By Ruth Bayang
NORTHWEST ASIAN WEEKLY
SEATTLE — Mary Matsuda Gruenewald died on Feb. 11 of complications from non-COVID-related pneumonia, her son Ray Gruenewald told the Vashon-Maury Island Beachcomber. She was 96 years old.
A Seattle resident who grew up on Vashon, Gruenewald became a registered nurse after being released from her last Japanese American internment camp, and worked as an R.N. for more than a quarter of a century.
“She was living at [St. Joseph Residence, a long-term care facility of Providence Mount St. Vincent] in West Seattle, across from my mom’s room,” Diane Kukull wrote on Facebook.
“Before COVID, I would stop by to say ‘hi’ and she would talk about her memories on Vashon. I loved hearing her stories and loved seeing her warm smile and that twinkle in her eyes.”
Gruenewald conceived and developed the Consulting Nurse Service within the Group Health Cooperative in 1971—the first of its kind—which is widely used today in this era of telehealth.
The Northwest Asian Weekly honored her in 2003 for this accomplishment.
In 2002, she was part of a delegation to Congress and met with President George W. Bush to advocate for an improved national health system.
In 2003, Gruenewald received an Asian American Living Pioneer Award honoring her contributions.
She was 80 years old when her first book was published in April 2005. In her memoir, “Looking Like the Enemy,” Gruenewald broke her silence as a Nisei (second generation Japanese American) who was imprisoned in Japanese American prison camps during World War II. She spoke regularly to educational, library, and community groups about her incarceration, and traveled to Japan to speak to many different Japanese groups about it. While promoting her book, she also was a strong advocate for Arab and Muslim people who faced similar injustice after the 9/11 attacks.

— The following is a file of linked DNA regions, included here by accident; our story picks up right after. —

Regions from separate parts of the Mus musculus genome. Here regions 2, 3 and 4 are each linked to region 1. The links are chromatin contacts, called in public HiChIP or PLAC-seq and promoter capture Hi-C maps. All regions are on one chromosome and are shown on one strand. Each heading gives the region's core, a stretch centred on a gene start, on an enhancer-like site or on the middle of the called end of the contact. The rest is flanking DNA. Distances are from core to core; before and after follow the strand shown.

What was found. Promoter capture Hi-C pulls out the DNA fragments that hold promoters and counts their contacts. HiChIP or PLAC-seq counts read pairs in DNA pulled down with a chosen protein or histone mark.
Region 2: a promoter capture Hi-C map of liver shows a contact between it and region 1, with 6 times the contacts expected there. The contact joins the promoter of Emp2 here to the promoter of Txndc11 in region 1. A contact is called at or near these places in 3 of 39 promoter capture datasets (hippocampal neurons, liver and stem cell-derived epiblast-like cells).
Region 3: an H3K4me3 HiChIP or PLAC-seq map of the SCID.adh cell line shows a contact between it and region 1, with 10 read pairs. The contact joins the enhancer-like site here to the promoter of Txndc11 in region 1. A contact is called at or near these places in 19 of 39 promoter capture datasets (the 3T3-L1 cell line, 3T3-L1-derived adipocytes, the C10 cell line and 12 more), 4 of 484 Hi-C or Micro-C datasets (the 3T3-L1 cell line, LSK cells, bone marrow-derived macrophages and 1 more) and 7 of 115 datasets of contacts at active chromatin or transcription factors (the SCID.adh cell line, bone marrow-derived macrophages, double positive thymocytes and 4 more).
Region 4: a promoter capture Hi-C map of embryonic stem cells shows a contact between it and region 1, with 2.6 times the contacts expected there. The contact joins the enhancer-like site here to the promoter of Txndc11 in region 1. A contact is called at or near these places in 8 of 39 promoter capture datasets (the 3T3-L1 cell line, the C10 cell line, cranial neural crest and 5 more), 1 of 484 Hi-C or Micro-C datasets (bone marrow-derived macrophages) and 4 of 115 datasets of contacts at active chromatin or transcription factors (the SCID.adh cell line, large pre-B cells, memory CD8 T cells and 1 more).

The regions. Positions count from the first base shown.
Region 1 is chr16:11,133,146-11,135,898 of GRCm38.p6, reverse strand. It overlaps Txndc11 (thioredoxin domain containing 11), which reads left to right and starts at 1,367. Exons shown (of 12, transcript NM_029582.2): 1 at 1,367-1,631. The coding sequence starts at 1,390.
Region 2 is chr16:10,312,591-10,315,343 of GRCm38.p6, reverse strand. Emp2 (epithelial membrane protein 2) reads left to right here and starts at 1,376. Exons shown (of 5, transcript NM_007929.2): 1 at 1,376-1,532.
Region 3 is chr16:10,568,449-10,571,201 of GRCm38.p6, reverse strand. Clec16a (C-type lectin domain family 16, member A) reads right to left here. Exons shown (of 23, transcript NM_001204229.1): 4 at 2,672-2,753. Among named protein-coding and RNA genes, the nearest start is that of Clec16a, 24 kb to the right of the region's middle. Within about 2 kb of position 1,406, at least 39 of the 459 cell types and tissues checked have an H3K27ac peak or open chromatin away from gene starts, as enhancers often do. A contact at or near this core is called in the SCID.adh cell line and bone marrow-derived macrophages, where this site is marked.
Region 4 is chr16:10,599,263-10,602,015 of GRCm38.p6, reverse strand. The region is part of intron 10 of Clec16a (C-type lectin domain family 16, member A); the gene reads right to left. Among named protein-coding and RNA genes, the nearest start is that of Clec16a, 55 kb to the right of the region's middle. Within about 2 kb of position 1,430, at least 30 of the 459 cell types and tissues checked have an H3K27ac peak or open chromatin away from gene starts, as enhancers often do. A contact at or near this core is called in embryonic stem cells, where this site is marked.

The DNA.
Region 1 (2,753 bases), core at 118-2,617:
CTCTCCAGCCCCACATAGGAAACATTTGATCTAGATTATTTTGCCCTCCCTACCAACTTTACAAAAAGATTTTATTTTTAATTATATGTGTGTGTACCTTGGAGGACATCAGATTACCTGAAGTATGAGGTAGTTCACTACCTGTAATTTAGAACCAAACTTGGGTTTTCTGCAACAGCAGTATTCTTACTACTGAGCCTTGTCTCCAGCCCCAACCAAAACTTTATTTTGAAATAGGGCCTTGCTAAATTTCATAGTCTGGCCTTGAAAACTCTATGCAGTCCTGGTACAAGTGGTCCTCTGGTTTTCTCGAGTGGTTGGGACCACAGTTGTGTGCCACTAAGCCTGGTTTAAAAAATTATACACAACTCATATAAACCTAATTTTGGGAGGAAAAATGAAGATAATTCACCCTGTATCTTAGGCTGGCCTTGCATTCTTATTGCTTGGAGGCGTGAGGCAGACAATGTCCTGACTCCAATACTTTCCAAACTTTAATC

Julie Sotomura wrote on Facebook, “I’m so sorry to hear of Mary’s passing. She was a wonderful woman, full of delight. I photographed her for a project I did in 2008 on Japanese American incarceration camp survivors. She was an inspiration.”
“The Matsudas were our neighbors and friends, attended church with us, and all of the kids in our large family picked berries for them,” Candace Brown reminisced on Facebook. “I have read her important book. This is another sad passing.”
Gruenewald also consulted with the National Park Service during its establishment of Minidoka Internment Camp as a National Park.
In 2017, at the age of 92, Gruenewald received her Vashon High School (VHS) diploma at the graduation ceremony for VHS Class of 2017—a milestone she would have experienced 75 years earlier if she hadn’t been incarcerated.
Gruenewald is survived by her three children and their families; two grandchildren, one great-grandchild, four nieces and their families, and her sister-in-law.
Donations may be made in her memory to Group Health Community Foundation (grouphealthfoundation.org); Japanese American Citizens League (jacl.org); Wesley Foundation (wesleychoice.org); the Vashon Heritage Museum (vashonheritagemuseum.org); and the Vashon Land Trust (vashonlandtrust.org).
Ruth can be reached at email@example.com.